How to Install and Configure Nagios 4.0.7 on CentOS 7.0

July 18, 2014 | By in HOWTOS, LINUX HOWTO
| 8 Replies More

Nagios is a system and network monitoring application that offers monitoring and alerting services for servers, switches, applications, and services. It alerts the users when things go wrong and alerts them a second time when the problem has been resolved.

Nagios runs periodic checks on user-specified resources and services, it can be used to monitor both the local system and remote hosts. Resources that can be monitored include CPU, memory and disk space loads, log files, temperature or hardware errors. It can monitor various parameters and problems for services like HTTP, SMTP, DNS, and with the help of plugins it can be highly extended. Nagios provides all the information v ia mail alerts and in a user-friendly interface.

This guide will help you install the latest Nagios 4.0.x from the source files on CentOS 7, although the same procedure can be used on any system based on Red Hat.

Installing Nagios

Before installing Nagios you should have a working Apache/PHP installation on your system, in case you haven’t you can use the following command to install the required packages:

# yum install -y httpd php

You will also need the following libraries to compile and run Nagios 4.0 from source:

# yum install -y gcc glibc glibc-common make gd gd-devel net-snmp

Next you will have to add the nagios user to the system so you avoid running it as root:

# useradd nagios

And a new nagcmd group that will allow external commands to be run via the web interface:

# groupadd nagcmd
# usermod -G nagcmd nagios
# usermod -G nagcmd apache

Next step is to download the installation packages. Create a new directory to store the downloaded content:

# mkdir ~/nagios
# cd ~/nagios

The latest versions of the Nagios Core and Nagios Plugins packages can be found on the following websites:

You can use wget to download the files:

# wget
# wget

And then extract the files with tar:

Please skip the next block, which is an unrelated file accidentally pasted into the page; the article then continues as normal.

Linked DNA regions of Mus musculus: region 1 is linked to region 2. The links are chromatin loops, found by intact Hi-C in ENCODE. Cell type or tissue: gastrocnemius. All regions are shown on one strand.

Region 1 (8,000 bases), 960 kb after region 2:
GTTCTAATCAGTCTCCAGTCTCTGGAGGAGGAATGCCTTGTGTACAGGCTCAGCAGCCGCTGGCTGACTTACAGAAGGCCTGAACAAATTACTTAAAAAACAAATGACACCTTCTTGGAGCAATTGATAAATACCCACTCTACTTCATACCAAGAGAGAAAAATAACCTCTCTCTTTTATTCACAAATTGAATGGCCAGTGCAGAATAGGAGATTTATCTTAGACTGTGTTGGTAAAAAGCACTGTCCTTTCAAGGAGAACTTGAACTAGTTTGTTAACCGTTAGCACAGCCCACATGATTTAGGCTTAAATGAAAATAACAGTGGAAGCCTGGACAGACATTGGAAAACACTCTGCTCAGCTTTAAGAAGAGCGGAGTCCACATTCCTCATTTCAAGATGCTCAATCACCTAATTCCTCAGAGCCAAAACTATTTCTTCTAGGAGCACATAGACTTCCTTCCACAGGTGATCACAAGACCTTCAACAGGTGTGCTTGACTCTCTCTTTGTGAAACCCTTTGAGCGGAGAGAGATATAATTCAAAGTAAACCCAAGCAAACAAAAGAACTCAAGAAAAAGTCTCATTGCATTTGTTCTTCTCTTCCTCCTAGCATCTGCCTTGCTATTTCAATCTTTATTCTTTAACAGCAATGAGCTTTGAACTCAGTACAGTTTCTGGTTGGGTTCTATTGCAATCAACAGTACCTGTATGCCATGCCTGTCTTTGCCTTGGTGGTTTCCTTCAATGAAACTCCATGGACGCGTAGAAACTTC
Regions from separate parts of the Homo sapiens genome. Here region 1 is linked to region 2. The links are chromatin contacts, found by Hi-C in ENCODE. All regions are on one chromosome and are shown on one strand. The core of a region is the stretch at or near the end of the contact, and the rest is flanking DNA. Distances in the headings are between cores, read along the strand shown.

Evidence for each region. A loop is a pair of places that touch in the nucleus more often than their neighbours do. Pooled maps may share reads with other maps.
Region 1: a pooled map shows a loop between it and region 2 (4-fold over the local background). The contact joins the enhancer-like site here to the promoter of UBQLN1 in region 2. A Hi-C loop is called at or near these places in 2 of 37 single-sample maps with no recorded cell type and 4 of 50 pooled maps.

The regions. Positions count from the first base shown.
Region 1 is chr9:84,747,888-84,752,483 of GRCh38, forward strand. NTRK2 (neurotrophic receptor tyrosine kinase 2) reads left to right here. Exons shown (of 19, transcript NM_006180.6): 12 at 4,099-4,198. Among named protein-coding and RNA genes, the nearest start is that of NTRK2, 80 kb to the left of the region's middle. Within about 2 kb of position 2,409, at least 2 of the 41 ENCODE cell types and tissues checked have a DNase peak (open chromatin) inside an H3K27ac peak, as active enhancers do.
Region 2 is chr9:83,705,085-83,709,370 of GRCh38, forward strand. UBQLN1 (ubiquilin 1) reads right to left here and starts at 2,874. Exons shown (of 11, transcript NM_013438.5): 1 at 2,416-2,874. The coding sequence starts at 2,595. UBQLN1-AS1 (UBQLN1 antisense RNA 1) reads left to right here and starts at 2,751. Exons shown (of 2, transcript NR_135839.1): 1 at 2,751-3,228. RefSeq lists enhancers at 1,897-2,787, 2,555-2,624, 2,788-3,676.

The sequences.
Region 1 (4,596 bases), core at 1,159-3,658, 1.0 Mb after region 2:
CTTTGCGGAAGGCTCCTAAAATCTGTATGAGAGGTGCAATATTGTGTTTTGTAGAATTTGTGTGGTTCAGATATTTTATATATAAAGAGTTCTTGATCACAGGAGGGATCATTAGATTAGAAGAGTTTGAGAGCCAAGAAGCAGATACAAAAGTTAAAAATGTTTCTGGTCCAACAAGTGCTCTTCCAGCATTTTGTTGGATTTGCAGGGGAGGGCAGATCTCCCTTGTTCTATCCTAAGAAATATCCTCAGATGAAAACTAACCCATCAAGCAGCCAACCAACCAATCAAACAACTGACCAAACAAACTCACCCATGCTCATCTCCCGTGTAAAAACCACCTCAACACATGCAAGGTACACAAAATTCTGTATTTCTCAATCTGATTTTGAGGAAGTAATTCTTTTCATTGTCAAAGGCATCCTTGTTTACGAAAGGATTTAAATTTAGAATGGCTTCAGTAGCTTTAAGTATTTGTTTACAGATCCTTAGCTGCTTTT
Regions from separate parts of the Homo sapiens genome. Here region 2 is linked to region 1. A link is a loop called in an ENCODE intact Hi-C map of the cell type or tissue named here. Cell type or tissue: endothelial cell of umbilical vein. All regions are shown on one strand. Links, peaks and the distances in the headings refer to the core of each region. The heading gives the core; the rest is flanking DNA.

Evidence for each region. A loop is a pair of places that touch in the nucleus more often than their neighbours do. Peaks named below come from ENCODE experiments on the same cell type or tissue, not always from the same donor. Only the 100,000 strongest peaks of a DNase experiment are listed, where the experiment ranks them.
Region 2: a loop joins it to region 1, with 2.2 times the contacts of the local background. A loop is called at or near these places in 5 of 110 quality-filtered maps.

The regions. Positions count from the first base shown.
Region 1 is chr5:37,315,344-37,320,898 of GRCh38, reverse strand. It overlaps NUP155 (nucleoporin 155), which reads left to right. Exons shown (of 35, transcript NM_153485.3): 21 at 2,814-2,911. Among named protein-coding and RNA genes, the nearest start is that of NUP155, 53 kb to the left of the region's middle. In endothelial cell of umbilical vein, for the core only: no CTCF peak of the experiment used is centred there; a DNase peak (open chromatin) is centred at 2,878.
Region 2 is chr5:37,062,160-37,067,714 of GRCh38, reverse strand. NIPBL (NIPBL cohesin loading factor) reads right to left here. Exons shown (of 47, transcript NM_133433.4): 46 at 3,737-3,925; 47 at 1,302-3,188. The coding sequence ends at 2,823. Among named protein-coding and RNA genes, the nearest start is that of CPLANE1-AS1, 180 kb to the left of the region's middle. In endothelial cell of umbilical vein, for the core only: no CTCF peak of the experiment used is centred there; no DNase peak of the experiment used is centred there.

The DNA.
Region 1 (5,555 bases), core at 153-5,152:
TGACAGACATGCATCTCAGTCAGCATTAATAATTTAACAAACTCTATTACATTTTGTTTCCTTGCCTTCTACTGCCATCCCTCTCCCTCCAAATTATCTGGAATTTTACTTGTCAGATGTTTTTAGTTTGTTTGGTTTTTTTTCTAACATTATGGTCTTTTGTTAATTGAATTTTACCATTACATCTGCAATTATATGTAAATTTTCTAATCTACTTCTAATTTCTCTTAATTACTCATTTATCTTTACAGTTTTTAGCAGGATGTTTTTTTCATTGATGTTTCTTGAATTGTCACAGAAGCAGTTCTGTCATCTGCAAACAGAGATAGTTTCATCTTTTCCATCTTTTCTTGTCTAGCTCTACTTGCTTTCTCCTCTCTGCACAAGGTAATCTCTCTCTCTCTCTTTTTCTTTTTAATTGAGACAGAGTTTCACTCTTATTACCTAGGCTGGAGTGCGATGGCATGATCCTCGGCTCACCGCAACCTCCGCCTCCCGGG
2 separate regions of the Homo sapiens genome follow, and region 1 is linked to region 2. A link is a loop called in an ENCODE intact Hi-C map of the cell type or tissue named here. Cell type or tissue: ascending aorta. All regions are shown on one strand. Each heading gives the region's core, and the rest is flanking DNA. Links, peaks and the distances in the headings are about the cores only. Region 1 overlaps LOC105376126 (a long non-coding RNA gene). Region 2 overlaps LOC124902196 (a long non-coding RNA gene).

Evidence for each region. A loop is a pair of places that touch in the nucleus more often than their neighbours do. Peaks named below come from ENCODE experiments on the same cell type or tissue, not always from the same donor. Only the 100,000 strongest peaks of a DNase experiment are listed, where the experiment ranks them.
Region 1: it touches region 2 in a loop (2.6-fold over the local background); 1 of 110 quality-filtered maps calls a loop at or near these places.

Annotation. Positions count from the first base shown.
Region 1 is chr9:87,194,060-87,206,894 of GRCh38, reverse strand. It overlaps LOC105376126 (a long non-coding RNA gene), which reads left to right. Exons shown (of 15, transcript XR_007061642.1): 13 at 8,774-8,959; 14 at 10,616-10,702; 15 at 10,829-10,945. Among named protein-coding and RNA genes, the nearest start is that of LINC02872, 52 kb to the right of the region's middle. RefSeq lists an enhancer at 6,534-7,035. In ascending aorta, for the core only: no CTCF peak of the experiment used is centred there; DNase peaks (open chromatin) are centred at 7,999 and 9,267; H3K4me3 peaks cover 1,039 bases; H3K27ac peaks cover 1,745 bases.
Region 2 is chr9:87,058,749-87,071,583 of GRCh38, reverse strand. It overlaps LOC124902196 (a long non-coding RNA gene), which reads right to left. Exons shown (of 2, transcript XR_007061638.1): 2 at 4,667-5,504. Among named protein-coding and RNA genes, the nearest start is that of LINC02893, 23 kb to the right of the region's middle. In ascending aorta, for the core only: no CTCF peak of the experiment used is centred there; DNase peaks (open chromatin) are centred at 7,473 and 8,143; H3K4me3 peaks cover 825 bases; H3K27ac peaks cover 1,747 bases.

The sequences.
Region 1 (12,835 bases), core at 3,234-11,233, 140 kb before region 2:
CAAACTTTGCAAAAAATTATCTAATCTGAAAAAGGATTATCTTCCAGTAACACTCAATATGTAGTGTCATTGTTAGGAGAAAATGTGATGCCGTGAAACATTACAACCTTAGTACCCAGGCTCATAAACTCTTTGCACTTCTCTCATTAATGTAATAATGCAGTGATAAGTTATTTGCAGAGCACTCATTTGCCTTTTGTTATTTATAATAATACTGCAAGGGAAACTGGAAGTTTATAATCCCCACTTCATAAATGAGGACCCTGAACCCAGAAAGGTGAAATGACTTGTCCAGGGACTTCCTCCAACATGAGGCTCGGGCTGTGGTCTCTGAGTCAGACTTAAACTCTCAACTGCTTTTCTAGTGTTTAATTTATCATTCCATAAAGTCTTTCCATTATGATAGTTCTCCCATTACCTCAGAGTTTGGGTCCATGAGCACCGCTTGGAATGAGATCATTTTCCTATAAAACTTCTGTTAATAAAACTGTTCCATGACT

# tar zxvf nagios-4.0.7.tar.gz
# tar zxvf nagios-plugins-2.0.3.tar.gz

Now we need to compile and install the files so we go to the Nagios directory and run the configuration script

# cd nagios-4.0.7
# ./configure --with-command-group=nagcmd

You should get the following output:

nagios configure

Next we need to compile and install the Nagios files:

# make all
# make install

And we should get this output:

nagios make install

Finally we need to install the init scripts, the required files to run Nagios from the command line and the sample configuration files with the following commands:

# make install-init
# make install-commandmode
# make install-config

With your favorite text editor you need to open /usr/local/nagios/etc/objects/contacts.cfg and modify the email field from nagios@localhost to the email address where you wish to receive notifications.

# vim /usr/local/nagios/etc/objects/contacts.cfg

And the configure file should look like this:

nagios contacts cfg

Now that we have Nagios installed and ready to run we need to install the web component by running the following command:

# make install-webconf

And we need to setup the password for the user nagiosadmin. This username will be used to access the web interface so it is important to remember the password that you will input here. Set the password running the following command and enter the password twice:

# htpasswd -s -c /usr/local/nagios/etc/htpasswd.users nagiosadmin
New password:
Re-type new password:
Adding password for user nagiosadmin

Restart apache for the settings to take effect:

# systemctl start httpd.service

It’s time to install the Nagios Plugins by running the following commands:

# cd ~/nagios/nagios-plugins-2.0.3
# ./configure --with-nagios-user=nagios --with-nagios-group=nagios
# make
# make install

Next we have to make Nagios start at boot time, so first verify that the configuration file has no errors running the following command:

# /usr/local/nagios/bin/nagios -v /usr/local/nagios/etc/nagios.cfg

And you should get the output:

nagios verify

If everything is fine add the service to run on boot with this commands:

# chkconfig --add nagios
# chkconfig --level 35 nagios on

And start the service with the following command:

# systemctl start nagios.service

The web interface